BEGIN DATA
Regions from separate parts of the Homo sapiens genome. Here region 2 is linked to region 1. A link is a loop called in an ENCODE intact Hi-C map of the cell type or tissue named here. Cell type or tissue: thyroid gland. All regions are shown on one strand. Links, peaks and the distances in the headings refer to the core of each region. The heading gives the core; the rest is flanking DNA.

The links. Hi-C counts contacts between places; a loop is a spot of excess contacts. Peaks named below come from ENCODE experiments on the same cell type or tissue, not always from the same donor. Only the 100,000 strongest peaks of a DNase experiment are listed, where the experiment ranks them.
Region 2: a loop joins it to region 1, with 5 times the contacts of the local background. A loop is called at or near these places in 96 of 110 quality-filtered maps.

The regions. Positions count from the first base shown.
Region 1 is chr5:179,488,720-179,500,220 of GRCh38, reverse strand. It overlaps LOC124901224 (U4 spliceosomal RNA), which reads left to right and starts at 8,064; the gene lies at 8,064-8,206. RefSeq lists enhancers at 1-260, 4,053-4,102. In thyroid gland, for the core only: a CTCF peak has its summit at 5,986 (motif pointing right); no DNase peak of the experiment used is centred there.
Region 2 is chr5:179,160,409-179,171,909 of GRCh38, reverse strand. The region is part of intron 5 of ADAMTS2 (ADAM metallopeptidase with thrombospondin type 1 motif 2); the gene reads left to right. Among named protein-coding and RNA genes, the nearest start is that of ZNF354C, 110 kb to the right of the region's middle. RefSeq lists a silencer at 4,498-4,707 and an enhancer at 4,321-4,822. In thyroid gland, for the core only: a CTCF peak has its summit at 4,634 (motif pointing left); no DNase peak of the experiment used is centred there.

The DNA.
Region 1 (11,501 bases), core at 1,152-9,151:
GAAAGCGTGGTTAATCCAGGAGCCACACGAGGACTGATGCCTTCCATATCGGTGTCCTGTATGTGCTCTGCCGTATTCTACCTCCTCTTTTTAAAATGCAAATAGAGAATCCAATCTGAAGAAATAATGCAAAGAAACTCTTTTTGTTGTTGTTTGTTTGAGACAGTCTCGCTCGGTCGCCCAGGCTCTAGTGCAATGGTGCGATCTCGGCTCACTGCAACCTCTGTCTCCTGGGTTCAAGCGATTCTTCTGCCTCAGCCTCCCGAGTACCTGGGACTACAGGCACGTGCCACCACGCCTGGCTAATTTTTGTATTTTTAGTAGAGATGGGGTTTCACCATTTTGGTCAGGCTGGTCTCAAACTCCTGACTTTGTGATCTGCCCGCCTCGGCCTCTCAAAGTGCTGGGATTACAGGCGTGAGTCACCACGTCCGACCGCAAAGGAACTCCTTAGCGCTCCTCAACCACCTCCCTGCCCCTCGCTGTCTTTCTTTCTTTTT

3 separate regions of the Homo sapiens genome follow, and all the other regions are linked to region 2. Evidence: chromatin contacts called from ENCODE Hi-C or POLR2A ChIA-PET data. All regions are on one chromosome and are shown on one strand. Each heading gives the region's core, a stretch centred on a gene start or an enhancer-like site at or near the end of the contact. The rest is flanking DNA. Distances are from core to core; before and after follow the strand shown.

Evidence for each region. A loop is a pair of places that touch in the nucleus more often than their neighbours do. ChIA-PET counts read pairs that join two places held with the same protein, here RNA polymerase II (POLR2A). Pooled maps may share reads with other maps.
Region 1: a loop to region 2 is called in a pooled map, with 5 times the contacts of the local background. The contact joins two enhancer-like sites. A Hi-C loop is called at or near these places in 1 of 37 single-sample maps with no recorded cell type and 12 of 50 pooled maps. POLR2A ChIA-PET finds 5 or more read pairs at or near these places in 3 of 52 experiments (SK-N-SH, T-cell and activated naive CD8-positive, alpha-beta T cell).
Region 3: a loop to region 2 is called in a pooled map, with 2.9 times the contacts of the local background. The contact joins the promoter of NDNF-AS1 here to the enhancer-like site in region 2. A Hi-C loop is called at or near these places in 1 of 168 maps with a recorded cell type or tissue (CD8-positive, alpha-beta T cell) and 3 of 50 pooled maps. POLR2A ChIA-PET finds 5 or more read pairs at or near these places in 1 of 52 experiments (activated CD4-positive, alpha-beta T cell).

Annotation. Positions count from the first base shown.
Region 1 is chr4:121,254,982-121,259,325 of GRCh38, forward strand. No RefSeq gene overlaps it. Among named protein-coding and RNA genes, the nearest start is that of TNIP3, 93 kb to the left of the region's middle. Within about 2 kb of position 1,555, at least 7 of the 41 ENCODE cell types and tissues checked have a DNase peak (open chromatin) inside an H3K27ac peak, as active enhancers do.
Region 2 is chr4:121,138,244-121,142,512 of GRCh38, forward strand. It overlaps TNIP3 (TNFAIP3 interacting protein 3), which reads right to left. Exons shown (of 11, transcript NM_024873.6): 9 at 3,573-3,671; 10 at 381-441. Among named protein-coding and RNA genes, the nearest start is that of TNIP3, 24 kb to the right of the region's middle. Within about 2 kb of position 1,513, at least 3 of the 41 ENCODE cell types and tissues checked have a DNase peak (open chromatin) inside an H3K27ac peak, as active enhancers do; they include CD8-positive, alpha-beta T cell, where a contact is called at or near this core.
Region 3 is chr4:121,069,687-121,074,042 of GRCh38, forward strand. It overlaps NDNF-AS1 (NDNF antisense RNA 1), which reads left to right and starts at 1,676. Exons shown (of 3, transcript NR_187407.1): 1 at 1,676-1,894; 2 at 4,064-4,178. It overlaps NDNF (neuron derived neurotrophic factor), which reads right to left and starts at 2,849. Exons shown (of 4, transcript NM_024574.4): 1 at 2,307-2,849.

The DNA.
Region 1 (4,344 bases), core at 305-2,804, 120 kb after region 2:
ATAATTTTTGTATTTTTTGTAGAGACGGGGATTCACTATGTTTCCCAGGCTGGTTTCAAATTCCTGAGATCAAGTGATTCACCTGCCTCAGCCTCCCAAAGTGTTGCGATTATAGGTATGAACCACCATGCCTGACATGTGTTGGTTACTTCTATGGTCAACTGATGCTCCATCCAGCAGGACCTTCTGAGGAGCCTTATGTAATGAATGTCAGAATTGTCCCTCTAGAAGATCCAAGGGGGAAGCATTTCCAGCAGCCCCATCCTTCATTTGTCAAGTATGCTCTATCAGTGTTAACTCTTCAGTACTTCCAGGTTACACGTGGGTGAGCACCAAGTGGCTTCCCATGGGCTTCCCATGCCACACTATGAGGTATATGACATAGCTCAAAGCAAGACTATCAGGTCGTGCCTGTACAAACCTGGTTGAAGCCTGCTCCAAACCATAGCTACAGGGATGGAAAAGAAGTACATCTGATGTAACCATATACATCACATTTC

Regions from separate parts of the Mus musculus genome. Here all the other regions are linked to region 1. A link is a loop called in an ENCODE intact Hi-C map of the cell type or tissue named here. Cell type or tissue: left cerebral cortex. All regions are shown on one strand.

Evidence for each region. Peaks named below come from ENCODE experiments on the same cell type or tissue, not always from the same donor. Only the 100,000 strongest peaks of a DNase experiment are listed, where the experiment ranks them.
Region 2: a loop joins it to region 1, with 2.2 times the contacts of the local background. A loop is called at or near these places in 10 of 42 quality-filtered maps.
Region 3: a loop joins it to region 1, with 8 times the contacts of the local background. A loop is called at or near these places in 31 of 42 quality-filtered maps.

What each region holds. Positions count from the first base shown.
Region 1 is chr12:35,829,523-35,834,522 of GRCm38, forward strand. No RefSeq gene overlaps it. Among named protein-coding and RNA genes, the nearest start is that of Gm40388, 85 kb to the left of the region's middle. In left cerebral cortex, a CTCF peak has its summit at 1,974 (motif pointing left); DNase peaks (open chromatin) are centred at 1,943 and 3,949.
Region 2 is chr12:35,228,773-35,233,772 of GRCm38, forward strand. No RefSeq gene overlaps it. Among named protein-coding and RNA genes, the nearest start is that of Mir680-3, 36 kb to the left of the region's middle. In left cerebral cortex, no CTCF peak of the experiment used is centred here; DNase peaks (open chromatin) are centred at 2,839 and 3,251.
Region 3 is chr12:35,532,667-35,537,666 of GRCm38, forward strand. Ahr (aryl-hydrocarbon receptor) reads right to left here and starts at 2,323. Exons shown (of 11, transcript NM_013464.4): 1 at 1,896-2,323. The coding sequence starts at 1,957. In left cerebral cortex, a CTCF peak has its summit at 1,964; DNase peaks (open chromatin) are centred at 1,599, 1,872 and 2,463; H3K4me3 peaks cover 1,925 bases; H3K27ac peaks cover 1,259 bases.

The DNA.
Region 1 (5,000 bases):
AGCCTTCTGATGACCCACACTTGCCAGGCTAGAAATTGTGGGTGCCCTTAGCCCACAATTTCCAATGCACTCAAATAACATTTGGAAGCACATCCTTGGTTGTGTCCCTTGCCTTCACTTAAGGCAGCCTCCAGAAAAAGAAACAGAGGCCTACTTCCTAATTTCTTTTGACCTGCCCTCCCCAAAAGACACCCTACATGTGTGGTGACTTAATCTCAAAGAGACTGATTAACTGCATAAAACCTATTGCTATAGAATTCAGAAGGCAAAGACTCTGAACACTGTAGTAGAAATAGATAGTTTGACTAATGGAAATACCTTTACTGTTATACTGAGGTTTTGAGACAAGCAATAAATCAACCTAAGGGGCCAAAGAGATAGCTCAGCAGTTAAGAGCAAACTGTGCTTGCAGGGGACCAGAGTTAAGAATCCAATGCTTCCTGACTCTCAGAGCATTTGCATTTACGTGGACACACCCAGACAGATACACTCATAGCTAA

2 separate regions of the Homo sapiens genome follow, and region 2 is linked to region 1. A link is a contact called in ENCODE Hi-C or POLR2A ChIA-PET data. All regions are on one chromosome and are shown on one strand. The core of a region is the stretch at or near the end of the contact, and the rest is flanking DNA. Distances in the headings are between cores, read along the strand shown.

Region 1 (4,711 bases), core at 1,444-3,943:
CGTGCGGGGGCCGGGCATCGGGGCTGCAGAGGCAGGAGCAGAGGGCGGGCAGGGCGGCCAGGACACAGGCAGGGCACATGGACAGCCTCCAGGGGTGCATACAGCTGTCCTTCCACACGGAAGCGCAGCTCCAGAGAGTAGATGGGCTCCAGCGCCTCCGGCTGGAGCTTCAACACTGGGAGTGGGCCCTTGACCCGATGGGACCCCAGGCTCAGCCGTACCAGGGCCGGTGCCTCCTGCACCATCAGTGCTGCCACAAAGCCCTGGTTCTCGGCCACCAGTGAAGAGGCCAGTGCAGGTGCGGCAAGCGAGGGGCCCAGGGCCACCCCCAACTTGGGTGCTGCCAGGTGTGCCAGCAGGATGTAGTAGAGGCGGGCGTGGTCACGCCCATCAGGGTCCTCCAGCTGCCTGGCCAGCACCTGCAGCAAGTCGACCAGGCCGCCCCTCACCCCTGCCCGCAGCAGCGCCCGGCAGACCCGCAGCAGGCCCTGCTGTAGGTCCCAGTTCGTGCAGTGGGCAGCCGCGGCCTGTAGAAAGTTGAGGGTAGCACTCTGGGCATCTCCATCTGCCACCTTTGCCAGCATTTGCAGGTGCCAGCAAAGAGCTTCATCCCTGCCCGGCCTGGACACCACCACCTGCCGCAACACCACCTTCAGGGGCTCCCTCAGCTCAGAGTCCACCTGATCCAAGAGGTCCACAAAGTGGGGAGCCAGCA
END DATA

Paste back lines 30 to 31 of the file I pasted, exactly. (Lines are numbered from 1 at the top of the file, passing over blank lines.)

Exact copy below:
Region 1 (5,000 bases):
AGCCTTCTGATGACCCACACTTGCCAGGCTAGAAATTGTGGGTGCCCTTAGCCCACAATTTCCAATGCACTCAAATAACATTTGGAAGCACATCCTTGGTTGTGTCCCTTGCCTTCACTTAAGGCAGCCTCCAGAAAAAGAAACAGAGGCCTACTTCCTAATTTCTTTTGACCTGCCCTCCCCAAAAGACACCCTACATGTGTGGTGACTTAATCTCAAAGAGACTGATTAACTGCATAAAACCTATTGCTATAGAATTCAGAAGGCAAAGACTCTGAACACTGTAGTAGAAATAGATAGTTTGACTAATGGAAATACCTTTACTGTTATACTGAGGTTTTGAGACAAGCAATAAATCAACCTAAGGGGCCAAAGAGATAGCTCAGCAGTTAAGAGCAAACTGTGCTTGCAGGGGACCAGAGTTAAGAATCCAATGCTTCCTGACTCTCAGAGCATTTGCATTTACGTGGACACACCCAGACAGATACACTCATAGCTAA